Brian
 

Online Brumby

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Re: Lion Air crash: Jakarta Boeing 737 'had prior instrument error'
« Reply #355 on: March 15, 2019, 06:09:41 am »
Really?

I never said that the fallout for Boeing wouldn't be significant - no matter what the outcome.  So don't try throwing that in my face.

All I AM saying is that ANYBODY who has "determined" the cause of this accident at this point in time is not basing it on all the facts.

You MAY be right - and if it does turn out that you are, that still does not give you any right to be sanctimonious about your guessing at this stage.


Just pile on with the Media circus.  You'll enjoy their company.

I'll wait.
 
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Offline GeorgeOfTheJungle

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Re: Lion Air crash: Jakarta Boeing 737 'had prior instrument error'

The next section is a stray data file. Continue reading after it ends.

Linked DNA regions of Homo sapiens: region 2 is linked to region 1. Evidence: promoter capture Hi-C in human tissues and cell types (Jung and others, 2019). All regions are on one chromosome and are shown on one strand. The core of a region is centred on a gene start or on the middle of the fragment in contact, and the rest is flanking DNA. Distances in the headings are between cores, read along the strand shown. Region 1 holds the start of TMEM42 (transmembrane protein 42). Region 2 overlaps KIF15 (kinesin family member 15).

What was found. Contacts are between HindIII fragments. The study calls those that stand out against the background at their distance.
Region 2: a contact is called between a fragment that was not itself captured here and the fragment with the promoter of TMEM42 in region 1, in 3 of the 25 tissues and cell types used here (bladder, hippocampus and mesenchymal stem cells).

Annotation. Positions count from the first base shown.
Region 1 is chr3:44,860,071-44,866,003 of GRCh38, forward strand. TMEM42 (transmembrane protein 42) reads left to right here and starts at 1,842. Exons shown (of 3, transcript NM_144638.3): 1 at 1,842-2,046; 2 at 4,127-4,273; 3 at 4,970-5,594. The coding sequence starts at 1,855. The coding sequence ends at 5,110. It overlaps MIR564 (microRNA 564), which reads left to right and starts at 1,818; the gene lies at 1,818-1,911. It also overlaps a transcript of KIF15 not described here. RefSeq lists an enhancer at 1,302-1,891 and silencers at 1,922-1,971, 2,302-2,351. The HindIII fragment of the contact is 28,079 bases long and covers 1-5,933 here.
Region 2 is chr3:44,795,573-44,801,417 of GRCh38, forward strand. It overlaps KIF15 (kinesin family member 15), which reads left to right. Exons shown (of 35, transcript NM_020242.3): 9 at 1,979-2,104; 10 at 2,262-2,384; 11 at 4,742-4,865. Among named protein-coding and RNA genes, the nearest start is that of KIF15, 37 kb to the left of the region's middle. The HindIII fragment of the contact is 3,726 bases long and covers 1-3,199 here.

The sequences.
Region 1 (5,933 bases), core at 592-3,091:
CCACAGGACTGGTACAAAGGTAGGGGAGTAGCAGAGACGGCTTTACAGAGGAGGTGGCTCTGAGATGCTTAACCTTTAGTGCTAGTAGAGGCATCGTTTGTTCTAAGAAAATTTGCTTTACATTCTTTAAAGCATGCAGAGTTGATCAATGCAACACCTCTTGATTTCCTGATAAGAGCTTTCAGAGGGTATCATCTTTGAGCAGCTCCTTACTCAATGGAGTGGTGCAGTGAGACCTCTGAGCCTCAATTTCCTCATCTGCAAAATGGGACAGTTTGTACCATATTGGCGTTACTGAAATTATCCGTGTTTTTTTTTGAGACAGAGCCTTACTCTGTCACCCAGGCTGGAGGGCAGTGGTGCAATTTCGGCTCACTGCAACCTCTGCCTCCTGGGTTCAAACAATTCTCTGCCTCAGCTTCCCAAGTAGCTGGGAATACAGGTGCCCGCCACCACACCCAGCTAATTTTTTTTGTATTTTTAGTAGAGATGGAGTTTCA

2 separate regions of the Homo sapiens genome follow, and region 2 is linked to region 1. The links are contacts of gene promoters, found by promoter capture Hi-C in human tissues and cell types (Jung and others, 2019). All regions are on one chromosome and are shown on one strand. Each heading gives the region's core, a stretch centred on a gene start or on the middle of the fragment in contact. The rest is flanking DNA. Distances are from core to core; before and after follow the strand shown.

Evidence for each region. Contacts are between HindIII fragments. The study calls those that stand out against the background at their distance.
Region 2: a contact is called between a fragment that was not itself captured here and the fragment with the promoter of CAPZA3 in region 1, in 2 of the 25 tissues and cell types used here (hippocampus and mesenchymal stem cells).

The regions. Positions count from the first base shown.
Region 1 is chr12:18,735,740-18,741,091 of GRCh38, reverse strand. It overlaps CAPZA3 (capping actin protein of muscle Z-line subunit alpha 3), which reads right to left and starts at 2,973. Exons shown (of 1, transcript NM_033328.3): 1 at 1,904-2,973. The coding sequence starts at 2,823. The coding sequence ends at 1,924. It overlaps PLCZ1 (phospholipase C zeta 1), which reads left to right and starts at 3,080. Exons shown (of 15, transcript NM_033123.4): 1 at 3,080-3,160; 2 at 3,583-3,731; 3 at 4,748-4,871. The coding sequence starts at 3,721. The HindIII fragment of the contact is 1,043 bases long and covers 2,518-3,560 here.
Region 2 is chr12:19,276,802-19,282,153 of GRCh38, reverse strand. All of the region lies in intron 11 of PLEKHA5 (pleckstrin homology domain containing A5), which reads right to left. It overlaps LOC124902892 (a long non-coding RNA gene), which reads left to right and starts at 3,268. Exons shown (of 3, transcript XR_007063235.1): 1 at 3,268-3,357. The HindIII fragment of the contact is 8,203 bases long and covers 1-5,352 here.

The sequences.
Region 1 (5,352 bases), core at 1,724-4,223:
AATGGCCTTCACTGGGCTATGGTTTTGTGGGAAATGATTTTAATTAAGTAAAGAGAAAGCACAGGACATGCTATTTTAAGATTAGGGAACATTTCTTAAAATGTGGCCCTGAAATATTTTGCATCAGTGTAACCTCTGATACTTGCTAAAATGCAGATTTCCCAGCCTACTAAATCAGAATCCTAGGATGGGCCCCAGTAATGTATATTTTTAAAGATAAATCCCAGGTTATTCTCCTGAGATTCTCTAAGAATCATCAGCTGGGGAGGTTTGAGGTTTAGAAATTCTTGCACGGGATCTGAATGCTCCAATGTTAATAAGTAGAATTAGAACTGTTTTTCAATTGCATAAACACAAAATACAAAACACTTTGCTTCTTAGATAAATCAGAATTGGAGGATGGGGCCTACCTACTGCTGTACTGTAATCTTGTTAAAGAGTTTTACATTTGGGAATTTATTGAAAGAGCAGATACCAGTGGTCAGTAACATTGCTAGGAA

« Reply #356 on: March 15, 2019, 07:41:33 am »
But Brumby, the data we already have is very telling, isn't it?
Even when the experts all agree, they may well be mistaken.
 

Offline Kjelt

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Re: Lion Air crash: Jakarta Boeing 737 'had prior instrument error'
« Reply #357 on: March 15, 2019, 07:53:19 am »
I agree with Brumby, if you do not have all the information it becomes speculation.

The grounding of the plane AFAIK is foremost taken because it is a new plane AND two brand new planes crashed within a half year.
 
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Offline GeorgeOfTheJungle

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Re: Lion Air crash: Jakarta Boeing 737 'had prior instrument error'
« Reply #358 on: March 15, 2019, 08:08:38 am »
The grounding of the plane AFAIK is foremost taken because it is a new plane AND two brand new planes crashed within a half year.

... apparently in the same way and for the same reason. No?
Even when the experts all agree, they may well be mistaken.
 

Online Brumby

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Re: Lion Air crash: Jakarta Boeing 737 'had prior instrument error'